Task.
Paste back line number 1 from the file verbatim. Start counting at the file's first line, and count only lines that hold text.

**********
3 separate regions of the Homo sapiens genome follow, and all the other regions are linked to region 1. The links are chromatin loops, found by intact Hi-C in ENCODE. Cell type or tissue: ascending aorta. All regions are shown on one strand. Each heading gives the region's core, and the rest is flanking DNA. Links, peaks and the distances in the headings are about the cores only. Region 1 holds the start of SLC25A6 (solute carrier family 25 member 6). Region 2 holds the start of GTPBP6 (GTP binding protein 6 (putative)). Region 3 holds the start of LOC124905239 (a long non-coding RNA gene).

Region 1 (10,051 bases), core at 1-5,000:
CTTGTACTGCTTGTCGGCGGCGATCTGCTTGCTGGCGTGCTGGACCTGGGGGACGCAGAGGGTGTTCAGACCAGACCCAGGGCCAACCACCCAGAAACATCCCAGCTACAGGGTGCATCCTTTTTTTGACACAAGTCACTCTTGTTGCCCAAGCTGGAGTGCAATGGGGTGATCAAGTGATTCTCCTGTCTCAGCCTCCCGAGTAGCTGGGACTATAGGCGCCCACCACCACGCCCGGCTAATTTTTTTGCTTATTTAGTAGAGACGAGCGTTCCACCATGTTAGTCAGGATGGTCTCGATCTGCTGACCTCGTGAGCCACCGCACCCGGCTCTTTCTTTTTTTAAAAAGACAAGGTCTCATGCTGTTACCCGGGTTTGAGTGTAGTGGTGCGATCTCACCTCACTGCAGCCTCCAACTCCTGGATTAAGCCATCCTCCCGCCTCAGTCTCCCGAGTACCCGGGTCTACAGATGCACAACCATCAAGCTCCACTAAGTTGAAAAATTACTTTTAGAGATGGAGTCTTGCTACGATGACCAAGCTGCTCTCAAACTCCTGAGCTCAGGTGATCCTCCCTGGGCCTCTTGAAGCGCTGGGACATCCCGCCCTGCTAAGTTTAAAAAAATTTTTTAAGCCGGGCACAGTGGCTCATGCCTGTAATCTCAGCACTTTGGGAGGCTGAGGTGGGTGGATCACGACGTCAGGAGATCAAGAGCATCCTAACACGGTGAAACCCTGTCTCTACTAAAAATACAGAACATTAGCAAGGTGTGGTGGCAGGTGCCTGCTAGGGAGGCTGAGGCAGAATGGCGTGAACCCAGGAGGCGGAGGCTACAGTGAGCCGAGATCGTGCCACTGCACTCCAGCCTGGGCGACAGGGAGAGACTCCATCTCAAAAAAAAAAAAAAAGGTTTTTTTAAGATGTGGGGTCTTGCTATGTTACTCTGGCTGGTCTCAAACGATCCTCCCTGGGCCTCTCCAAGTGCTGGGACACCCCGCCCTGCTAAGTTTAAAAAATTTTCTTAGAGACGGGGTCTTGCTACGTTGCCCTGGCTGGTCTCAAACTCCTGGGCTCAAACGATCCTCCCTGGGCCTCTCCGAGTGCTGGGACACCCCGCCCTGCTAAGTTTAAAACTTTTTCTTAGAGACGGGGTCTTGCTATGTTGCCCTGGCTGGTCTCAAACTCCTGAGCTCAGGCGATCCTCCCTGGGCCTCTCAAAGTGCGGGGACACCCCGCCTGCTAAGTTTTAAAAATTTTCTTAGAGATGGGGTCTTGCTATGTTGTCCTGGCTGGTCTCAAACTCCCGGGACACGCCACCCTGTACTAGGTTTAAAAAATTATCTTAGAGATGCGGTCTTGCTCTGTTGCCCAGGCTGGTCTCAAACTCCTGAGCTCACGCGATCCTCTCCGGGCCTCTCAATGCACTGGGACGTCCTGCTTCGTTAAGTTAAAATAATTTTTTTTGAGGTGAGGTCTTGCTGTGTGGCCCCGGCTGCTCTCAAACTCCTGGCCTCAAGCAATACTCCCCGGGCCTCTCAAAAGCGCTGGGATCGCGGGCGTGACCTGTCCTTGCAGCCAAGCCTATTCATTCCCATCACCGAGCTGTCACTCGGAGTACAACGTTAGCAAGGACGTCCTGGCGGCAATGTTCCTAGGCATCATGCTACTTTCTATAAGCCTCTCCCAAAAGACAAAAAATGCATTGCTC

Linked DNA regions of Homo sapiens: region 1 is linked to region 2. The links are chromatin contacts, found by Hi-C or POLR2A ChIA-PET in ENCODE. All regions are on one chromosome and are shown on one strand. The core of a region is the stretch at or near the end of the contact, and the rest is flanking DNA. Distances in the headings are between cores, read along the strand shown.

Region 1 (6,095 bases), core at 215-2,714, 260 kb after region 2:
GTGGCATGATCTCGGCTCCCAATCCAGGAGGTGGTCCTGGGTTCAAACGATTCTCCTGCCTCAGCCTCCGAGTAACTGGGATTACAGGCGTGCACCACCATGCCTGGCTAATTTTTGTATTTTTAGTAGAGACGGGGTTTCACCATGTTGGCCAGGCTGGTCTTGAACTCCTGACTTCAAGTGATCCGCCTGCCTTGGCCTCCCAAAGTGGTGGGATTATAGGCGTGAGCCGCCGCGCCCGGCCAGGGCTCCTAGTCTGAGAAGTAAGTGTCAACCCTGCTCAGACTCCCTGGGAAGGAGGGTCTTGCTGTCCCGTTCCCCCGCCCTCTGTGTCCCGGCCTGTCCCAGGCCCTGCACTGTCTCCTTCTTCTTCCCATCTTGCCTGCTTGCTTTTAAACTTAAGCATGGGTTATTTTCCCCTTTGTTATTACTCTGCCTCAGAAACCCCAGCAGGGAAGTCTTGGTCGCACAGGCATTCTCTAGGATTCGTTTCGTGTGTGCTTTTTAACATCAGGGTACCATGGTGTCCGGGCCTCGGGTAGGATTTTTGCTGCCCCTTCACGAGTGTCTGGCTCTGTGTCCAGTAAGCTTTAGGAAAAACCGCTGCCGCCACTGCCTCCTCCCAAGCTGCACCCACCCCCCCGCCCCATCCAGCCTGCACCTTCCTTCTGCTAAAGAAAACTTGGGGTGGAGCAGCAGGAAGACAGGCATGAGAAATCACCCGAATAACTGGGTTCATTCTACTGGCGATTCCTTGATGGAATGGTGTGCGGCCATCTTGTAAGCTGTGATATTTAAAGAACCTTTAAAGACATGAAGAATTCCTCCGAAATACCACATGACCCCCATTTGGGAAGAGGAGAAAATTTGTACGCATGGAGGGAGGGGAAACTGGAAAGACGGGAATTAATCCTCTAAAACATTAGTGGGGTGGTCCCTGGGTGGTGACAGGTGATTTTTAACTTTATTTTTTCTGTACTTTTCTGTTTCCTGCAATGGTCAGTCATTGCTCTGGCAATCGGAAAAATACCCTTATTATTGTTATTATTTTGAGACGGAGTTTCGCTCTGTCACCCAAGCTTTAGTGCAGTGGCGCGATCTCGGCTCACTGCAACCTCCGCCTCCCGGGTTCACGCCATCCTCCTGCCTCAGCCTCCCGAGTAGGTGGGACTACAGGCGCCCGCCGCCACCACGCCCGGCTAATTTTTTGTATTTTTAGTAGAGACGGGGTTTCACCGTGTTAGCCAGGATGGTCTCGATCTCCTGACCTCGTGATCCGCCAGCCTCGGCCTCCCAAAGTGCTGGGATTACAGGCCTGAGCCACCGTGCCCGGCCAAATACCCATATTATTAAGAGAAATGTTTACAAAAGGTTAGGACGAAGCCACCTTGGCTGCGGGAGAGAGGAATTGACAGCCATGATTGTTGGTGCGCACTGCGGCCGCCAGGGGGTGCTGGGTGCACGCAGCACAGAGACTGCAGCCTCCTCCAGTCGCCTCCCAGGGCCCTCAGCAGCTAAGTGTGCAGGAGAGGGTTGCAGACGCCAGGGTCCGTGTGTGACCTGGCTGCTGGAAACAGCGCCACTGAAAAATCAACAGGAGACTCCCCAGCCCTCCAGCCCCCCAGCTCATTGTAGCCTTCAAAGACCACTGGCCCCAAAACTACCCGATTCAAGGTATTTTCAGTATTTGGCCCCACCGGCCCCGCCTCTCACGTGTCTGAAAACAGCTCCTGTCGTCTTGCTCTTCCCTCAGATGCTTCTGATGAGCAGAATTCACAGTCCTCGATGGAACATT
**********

3 separate regions of the Homo sapiens genome follow, and all the other regions are linked to region 1. The links are chromatin loops, found by intact Hi-C in ENCODE. Cell type or tissue: ascending aorta. All regions are shown on one strand. Each heading gives the region's core, and the rest is flanking DNA. Links, peaks and the distances in the headings are about the cores only. Region 1 holds the start of SLC25A6 (solute carrier family 25 member 6). Region 2 holds the start of GTPBP6 (GTP binding protein 6 (putative)). Region 3 holds the start of LOC124905239 (a long non-coding RNA gene).